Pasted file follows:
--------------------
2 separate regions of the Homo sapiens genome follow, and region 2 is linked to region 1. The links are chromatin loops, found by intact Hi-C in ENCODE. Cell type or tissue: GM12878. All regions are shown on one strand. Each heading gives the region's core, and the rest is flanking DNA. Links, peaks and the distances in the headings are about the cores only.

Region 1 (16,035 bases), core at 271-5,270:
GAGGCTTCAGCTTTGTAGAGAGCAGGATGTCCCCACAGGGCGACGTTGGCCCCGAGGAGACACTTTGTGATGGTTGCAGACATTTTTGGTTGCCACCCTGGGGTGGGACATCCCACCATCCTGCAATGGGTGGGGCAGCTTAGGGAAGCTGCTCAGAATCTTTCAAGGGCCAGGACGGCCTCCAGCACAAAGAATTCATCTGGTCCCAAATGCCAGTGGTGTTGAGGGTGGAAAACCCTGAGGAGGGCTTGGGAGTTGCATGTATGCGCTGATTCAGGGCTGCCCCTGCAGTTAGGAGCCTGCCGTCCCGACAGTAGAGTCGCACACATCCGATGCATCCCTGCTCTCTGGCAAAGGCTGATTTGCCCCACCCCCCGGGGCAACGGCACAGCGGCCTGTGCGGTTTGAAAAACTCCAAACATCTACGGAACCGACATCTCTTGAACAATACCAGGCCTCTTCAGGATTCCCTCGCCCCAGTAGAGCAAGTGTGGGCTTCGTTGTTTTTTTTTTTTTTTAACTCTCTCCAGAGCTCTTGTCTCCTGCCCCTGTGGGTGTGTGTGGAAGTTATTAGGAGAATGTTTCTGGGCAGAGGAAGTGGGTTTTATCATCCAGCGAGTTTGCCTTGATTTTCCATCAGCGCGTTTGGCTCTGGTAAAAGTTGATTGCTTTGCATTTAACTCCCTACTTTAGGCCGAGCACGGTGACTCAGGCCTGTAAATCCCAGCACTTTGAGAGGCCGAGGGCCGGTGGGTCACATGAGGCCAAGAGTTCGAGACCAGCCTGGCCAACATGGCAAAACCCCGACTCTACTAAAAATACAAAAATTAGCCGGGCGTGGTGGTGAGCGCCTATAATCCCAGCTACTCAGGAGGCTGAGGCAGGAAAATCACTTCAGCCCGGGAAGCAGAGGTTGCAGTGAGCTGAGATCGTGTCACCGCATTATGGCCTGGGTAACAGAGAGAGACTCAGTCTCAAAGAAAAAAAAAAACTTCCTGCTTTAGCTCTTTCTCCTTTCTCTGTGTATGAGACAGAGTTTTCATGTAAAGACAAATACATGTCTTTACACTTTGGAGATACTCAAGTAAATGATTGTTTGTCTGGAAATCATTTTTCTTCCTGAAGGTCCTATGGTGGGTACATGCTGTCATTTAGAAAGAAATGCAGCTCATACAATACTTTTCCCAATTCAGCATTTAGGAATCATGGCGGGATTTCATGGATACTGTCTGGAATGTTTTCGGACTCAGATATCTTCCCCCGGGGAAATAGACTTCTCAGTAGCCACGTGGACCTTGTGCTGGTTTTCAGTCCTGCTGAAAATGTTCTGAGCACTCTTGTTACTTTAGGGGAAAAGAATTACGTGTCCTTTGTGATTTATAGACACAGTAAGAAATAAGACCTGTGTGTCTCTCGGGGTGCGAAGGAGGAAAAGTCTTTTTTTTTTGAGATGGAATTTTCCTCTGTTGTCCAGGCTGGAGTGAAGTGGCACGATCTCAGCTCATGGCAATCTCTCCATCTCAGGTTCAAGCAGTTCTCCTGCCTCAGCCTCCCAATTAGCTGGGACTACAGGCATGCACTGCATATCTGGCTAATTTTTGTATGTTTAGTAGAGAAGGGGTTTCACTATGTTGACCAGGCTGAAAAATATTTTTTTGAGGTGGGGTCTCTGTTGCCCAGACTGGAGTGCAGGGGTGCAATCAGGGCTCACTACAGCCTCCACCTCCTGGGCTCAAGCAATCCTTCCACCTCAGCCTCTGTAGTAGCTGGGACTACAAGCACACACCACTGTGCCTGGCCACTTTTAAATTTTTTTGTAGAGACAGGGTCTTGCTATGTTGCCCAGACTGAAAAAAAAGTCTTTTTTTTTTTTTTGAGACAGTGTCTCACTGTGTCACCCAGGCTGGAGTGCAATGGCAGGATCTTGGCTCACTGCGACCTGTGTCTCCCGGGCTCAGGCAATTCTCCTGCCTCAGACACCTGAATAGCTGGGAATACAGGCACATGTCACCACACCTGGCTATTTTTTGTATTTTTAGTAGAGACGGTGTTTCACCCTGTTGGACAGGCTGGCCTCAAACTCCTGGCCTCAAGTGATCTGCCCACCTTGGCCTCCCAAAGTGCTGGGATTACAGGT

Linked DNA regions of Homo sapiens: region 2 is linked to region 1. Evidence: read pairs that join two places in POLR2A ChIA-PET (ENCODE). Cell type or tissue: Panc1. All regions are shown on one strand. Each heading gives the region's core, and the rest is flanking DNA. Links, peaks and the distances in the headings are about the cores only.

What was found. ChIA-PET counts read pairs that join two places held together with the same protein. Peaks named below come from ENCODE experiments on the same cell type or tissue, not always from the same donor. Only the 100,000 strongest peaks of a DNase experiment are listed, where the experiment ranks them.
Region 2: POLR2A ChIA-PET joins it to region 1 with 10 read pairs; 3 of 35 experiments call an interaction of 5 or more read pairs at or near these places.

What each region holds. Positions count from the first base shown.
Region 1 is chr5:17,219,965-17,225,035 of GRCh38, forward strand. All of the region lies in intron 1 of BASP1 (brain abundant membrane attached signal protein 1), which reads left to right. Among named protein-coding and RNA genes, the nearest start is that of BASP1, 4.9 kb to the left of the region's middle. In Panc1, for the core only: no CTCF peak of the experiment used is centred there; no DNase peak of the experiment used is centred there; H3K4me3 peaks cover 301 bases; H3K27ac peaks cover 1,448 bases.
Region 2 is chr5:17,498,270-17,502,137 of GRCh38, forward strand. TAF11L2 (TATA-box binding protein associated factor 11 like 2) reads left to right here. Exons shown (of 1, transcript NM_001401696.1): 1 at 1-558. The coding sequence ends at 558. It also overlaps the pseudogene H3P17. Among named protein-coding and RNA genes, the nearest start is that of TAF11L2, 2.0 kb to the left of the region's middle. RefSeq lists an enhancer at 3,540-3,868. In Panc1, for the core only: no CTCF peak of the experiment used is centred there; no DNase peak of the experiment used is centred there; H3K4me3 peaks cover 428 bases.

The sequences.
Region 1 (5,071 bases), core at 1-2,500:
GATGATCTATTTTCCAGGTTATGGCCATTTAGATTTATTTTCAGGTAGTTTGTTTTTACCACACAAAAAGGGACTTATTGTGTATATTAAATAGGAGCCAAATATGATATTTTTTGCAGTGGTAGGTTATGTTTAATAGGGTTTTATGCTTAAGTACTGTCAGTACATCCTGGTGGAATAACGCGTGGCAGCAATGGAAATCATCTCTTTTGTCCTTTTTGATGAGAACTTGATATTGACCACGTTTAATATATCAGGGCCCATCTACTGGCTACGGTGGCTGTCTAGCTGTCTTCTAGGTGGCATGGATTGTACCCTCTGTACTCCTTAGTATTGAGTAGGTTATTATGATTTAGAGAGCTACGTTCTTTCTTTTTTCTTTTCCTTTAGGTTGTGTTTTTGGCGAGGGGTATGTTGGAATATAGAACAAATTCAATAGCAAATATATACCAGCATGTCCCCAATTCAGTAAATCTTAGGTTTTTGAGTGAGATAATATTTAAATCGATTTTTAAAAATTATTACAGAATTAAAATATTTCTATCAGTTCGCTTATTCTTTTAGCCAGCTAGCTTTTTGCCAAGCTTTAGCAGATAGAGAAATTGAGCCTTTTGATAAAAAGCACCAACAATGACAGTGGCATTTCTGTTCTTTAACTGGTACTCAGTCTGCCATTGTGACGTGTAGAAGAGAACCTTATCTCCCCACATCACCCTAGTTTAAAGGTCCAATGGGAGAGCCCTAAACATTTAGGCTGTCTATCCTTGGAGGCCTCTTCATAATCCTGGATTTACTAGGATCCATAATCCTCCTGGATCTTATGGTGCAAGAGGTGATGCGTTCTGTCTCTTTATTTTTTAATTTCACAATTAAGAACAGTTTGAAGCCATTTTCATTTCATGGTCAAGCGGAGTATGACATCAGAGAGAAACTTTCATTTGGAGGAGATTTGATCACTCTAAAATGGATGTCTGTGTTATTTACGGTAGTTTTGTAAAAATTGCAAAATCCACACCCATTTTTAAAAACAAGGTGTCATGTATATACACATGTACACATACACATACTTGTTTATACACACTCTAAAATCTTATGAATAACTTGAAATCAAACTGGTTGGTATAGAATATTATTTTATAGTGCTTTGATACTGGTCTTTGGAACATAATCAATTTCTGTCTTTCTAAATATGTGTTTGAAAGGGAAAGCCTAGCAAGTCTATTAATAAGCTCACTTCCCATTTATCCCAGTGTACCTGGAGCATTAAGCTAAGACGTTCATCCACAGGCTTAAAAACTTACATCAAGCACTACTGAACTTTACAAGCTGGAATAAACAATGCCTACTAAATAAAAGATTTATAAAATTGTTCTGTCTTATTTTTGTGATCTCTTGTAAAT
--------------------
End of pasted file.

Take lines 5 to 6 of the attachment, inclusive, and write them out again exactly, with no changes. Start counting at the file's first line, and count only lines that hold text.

What was found. ChIA-PET counts read pairs that join two places held together with the same protein. Peaks named below come from ENCODE experiments on the same cell type or tissue, not always from the same donor. Only the 100,000 strongest peaks of a DNase experiment are listed, where the experiment ranks them.
Region 2: POLR2A ChIA-PET joins it to region 1 with 10 read pairs; 3 of 35 experiments call an interaction of 5 or more read pairs at or near these places.